A look at the University of British Columbia’s new Indigenous Language Fluency Program

UBCO will be the first Canadian university to offer a program centred around learning the Nsyilxcen Indigenous language

Rose Caldwell, one of the students in UBCO’s Indigenous language fluency program. (Submitted)

The University of British Columbia Okanagan is planning on offering a four-year bachelor’s program in the Nsyilxcn Indigenous language.

With this program, UBCO will be the first university in Canada to offer education a bachelor’s degree in an “Indigenous language fluency” program.

The program was created in partnership with the Nicola Valley Institute of Technology and the En’owkin Centre. The first two years of the program are to be completed as a diploma and certificate program at the NVIT, and the last two years will be at UBCO.

Dr. Jeannette Armstrong, associate professor of Indigenous Studies at UBCO, says it’s been a long road to creating this program, with the first discussion of it happening back in 2011.

She was asked to write a “concept paper” when the program was first proposed and made sure to include important learning principles. Some of the main principles were ensuring community involvement for first and second-year students, she says, because she wanted the courses to be taught in the community where the language speakers reside.

“The delivery should be done in the communities where the language speakers are, rather than bring everyone to a centralized location in the university. That was one of the major principles,” says Armstrong.

“Another major principle was that they should partner with the institute of higher learning and  with Indigenous communities to deliver the framework.”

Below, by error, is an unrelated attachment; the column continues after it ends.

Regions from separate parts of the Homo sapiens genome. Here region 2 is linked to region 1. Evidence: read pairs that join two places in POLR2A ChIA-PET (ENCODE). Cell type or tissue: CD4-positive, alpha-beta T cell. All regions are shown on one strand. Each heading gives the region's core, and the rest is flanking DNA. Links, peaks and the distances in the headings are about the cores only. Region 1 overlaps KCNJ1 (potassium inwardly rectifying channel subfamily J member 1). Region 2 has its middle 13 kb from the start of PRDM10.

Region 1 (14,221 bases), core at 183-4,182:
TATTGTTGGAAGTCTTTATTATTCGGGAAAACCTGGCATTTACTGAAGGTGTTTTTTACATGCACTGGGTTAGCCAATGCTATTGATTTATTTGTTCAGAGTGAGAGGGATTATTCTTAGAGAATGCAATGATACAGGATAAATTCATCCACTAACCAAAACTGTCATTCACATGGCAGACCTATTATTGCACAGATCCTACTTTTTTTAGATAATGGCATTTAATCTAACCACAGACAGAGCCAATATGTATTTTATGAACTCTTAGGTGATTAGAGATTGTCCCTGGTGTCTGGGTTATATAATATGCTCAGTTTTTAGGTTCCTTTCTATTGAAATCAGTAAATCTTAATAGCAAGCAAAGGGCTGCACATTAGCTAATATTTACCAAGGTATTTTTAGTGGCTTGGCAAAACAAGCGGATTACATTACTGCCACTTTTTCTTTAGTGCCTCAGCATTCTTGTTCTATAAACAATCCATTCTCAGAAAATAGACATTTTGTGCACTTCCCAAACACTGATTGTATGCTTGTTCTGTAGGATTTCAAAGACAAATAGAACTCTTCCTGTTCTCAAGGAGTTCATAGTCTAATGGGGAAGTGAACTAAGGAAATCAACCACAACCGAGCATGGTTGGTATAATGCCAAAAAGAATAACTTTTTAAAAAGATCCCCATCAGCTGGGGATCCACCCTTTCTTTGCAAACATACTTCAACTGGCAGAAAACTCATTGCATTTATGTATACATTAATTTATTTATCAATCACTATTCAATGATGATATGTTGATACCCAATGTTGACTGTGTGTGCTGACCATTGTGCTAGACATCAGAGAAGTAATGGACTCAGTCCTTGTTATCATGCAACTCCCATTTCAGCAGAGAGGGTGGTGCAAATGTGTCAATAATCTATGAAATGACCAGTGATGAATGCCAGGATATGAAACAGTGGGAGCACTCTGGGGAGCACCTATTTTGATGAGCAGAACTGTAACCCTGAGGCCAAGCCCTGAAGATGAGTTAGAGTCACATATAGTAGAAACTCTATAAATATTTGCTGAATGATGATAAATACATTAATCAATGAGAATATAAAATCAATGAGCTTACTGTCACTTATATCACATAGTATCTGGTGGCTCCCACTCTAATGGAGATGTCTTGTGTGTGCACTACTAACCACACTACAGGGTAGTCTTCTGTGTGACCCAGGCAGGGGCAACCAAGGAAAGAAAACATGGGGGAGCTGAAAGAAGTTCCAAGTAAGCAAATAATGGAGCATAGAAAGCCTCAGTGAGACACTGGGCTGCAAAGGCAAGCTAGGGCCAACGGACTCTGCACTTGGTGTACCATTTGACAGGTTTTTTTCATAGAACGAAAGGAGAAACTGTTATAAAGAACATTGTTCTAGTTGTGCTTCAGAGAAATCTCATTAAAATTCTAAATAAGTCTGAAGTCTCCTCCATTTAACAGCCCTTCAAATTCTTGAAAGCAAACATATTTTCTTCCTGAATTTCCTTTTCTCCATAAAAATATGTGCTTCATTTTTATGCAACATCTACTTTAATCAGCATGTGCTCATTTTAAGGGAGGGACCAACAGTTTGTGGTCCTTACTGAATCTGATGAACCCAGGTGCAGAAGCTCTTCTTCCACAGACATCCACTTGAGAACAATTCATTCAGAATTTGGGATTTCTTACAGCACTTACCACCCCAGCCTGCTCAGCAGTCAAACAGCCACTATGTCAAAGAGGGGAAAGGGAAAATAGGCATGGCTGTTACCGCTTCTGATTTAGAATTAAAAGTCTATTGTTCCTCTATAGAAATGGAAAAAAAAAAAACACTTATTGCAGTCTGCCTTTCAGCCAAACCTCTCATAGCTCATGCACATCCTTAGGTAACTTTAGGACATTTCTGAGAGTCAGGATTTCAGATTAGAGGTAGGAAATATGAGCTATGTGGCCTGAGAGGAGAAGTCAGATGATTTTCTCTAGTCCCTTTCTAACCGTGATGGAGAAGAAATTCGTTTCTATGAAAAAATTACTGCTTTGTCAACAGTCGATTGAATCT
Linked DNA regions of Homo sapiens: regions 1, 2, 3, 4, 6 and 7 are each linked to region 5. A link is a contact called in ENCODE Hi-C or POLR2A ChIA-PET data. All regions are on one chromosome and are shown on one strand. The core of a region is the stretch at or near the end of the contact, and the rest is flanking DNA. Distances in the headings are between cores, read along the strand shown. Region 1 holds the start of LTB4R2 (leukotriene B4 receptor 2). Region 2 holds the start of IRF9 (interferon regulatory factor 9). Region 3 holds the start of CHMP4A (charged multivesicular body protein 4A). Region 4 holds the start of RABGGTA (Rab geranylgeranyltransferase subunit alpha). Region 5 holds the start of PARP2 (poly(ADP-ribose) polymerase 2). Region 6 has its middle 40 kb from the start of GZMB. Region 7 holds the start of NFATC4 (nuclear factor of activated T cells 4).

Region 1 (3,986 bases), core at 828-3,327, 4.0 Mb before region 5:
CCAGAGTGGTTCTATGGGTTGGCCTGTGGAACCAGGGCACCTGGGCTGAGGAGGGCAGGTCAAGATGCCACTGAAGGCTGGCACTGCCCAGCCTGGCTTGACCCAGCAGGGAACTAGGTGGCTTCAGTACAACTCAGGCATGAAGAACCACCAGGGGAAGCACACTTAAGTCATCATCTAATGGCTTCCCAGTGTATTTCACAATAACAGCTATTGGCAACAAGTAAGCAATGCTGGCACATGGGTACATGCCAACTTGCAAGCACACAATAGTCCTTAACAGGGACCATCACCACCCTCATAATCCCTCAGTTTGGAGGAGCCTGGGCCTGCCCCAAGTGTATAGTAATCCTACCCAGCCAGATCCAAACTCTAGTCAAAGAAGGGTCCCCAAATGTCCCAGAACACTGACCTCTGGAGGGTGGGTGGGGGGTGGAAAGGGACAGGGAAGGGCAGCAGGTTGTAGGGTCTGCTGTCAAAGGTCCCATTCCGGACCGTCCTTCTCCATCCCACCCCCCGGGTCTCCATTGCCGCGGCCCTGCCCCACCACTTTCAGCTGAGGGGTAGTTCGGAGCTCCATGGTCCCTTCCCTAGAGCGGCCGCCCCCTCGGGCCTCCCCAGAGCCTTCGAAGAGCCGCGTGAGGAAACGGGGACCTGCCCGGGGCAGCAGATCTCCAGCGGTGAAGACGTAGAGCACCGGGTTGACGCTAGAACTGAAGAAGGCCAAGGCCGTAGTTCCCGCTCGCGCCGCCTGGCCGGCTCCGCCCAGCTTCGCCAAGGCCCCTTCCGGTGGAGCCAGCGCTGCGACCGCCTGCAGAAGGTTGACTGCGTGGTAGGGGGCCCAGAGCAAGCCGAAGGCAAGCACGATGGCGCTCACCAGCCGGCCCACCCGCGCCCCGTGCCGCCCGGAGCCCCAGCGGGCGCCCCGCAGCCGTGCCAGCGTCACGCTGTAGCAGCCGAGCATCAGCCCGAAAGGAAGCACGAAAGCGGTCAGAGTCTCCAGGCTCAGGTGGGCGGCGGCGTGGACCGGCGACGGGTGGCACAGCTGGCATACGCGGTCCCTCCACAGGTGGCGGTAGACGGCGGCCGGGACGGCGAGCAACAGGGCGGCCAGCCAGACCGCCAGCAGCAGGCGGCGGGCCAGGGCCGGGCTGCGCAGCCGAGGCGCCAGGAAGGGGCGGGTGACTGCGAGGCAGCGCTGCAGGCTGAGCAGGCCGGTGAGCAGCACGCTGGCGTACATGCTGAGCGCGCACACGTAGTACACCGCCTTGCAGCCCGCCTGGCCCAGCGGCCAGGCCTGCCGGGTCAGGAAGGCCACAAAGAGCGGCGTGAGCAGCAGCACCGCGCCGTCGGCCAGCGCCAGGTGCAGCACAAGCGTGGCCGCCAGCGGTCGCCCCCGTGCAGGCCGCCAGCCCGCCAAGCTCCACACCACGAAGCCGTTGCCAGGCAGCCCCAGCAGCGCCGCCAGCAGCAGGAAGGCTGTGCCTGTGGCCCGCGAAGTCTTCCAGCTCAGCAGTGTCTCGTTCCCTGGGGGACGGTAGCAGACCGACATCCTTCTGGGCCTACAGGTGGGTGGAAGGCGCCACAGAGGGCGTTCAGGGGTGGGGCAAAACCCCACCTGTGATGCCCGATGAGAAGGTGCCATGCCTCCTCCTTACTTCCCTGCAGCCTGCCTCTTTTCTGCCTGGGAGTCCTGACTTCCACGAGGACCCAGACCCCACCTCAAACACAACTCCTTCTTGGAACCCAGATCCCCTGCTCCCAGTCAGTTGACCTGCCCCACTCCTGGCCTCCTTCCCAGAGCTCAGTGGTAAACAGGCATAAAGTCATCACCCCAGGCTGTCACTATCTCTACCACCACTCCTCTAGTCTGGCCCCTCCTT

Armstrong also wanted the degree to be a standalone degree focused on “language learning, fluency building and proficiency building in the language,” giving students a chance to learn about their language, history, knowledge and identity.

Rose Caldwell is one of the students in the advanced cohort for the Nsyilxcn language program.

Caldwell comes from a family of eight siblings. She and her two younger siblings were not taught the language because of the residential school system. Her mother went to a residential school where she was maltreated and physically abused for speaking her language.

Before learning about residential schools, she spent a big part of her life wondering why she wasn’t taught her language, she says.

“I went through a really huge part of my life having that as a chip on my shoulder — not understanding why I wasn’t taught because they were, thinking I wasn’t good enough to teach until I understood what residential school was. Because that wasn’t a subject we discussed in our home,” says Caldwell.

“That was a taboo subject. We never talked about it. It wasn’t until later in my life that I realized the horrors that she went through.”

So far, Caldwell says she has learned about why revitalizing the Nsyilxcn language is important, and soon she will be able to listen to fluent speakers and then work on sentence arrangements and translating the language to English.

After that, “We’re going to be in class discussing sentence structure. Why did they say it this way, and why did they say it that way. It’s going to be amazing,” says Caldwell.

Since the first two years studying were at the Nicola Valley Institute, Caldwell will complete her final two years at UBCO.

Caldwell can now speak, write, and understand the language. On top of a bachelor’s degree and a language revitalization degree, she also has a certificate that allows her to teach the language and is now an Okanagan language and culture teacher.

She decided to learn her language on her own and worked hard to teach herself the language.

“I’ve been to every language class that exists in our territory, seeking out to learn it,” Caldwell says. “Because our language is so endangered, we need the powers to be within our communities to take the lead on supporting the language program.”

Caldwell says more financial support for the language program, such as tuition fees and living allowance, is needed.

Since Caldwell already has taken other post-secondary classes, she is not eligible for some funding and says that the rules for funding need to be reworked due to the importance of the degree.

“We need our chiefs and councils to support all of the fees that go with this degree […] we need them to, without question, support it,” she says.